Rare Lake Sturgeon Spawning in the Upper Iowa River

Decorah Fish Hatchery Natural Resource Technician Chris Larson is sharing a story with decorahnews.com about a lake sturgeon caught by  Rob Griffith of Urbandale, Iowa:

Griffith caught the fish in the Upper Iowa River on May 5th.  Lake sturgeon are considered an endangered species in Iowa.  They are found occasionally in the Mississippi River and in some of Iowa’s interior rivers as they move into these rivers to spawn. They are considered a primitive fish since they have cartilage instead of bones and have been around for millions of years.

Their numbers have declined in the last century due to the construction of dams (which impede movement to suitable spawning areas), the loss of rocky, fast water spawning areas due to farmland siltation and erosion and over-harvest. Missouri and other states have stocking programs to attempt to help stop or slow the decline of this unique species. This individual fish, around four feet in length, is estimated to be near 25 years old, and finally becoming sexually mature–it takes that long!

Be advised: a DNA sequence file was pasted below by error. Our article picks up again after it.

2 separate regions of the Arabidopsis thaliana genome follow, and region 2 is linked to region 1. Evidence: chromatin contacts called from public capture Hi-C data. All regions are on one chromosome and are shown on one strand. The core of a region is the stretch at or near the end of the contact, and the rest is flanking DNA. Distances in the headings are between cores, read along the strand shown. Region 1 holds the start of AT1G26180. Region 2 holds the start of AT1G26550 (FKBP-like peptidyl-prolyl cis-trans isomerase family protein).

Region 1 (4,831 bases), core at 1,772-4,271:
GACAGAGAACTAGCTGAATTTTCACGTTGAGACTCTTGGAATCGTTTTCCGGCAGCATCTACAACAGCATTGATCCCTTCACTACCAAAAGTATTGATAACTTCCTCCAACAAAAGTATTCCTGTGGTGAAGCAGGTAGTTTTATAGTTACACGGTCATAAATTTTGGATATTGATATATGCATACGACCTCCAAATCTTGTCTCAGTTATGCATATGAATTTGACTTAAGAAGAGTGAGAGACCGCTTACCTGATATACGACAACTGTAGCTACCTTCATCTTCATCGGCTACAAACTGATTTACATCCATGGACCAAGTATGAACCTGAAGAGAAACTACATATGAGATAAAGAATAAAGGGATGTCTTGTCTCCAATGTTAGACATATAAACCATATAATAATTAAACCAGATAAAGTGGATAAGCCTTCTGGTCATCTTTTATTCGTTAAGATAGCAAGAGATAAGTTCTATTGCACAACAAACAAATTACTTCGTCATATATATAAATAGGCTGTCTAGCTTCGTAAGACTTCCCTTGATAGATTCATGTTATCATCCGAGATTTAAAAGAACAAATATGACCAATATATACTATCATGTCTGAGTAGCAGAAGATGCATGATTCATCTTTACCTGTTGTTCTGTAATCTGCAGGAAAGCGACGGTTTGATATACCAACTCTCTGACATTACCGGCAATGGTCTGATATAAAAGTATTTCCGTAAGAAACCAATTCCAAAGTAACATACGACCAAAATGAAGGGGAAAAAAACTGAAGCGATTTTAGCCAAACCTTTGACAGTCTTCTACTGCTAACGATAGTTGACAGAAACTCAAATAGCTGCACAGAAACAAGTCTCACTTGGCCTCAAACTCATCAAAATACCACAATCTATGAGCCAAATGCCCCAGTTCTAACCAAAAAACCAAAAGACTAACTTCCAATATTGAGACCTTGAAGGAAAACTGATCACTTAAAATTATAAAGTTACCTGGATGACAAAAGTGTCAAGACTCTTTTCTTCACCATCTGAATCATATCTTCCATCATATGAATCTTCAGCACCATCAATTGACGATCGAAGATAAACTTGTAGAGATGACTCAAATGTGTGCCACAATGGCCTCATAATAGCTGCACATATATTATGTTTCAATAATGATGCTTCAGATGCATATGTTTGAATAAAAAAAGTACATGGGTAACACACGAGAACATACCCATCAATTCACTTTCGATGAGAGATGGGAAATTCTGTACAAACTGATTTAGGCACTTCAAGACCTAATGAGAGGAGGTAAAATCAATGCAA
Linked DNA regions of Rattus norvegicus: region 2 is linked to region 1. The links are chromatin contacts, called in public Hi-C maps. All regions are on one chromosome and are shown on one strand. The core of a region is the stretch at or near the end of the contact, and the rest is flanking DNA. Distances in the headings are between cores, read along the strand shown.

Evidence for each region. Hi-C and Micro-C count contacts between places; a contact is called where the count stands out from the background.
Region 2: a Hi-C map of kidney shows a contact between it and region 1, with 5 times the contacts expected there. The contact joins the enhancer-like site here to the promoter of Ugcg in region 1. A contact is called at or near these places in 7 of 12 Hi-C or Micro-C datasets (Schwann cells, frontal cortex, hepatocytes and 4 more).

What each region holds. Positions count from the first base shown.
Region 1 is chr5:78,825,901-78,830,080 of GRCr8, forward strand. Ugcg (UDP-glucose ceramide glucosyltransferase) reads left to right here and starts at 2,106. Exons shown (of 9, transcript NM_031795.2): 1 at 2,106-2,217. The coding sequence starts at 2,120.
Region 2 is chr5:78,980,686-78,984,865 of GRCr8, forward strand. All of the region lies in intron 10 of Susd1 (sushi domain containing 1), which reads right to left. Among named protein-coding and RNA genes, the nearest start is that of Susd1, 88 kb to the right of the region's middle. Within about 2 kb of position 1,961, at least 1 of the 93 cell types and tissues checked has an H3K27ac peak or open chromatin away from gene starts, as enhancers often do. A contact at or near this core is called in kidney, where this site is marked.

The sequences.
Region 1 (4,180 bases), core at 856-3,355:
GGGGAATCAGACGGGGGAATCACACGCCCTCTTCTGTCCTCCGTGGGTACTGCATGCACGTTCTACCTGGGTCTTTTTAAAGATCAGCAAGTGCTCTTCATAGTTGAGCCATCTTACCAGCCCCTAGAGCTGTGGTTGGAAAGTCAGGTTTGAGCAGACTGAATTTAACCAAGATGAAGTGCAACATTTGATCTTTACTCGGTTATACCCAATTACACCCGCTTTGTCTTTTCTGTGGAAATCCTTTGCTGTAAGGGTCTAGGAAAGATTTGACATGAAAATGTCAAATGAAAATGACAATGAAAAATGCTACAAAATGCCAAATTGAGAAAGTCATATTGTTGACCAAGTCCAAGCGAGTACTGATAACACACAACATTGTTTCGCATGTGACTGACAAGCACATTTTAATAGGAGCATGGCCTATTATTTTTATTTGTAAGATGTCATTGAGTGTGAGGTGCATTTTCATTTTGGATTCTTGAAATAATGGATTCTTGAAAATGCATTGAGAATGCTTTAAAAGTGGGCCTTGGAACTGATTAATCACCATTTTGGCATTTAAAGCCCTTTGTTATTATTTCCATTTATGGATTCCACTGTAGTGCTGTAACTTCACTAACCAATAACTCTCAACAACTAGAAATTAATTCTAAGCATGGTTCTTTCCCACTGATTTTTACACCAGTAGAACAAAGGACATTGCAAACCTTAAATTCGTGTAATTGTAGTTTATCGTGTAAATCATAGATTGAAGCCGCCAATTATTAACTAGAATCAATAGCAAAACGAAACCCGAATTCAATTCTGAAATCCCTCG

Larson says it is possible to encounter a lake sturgeon, and they should immediately be released unharmed. There is another species of sturgeon, the shovel-nose sturgeon, which is more common and sometimes caught in the Upper Iowa River. They have a characteristic “dished out” face and upturned nose.  They do not get as large as the lake sturgeon. This species has harvestable regulations associated with it.

If you have any questions, or want any additional info, please contact Chris at the Decorah Hatchery.


Learn more about Lake Sturgeon, the largest species of fish in the Great Lakes region, and one that lived with the dinosaurs: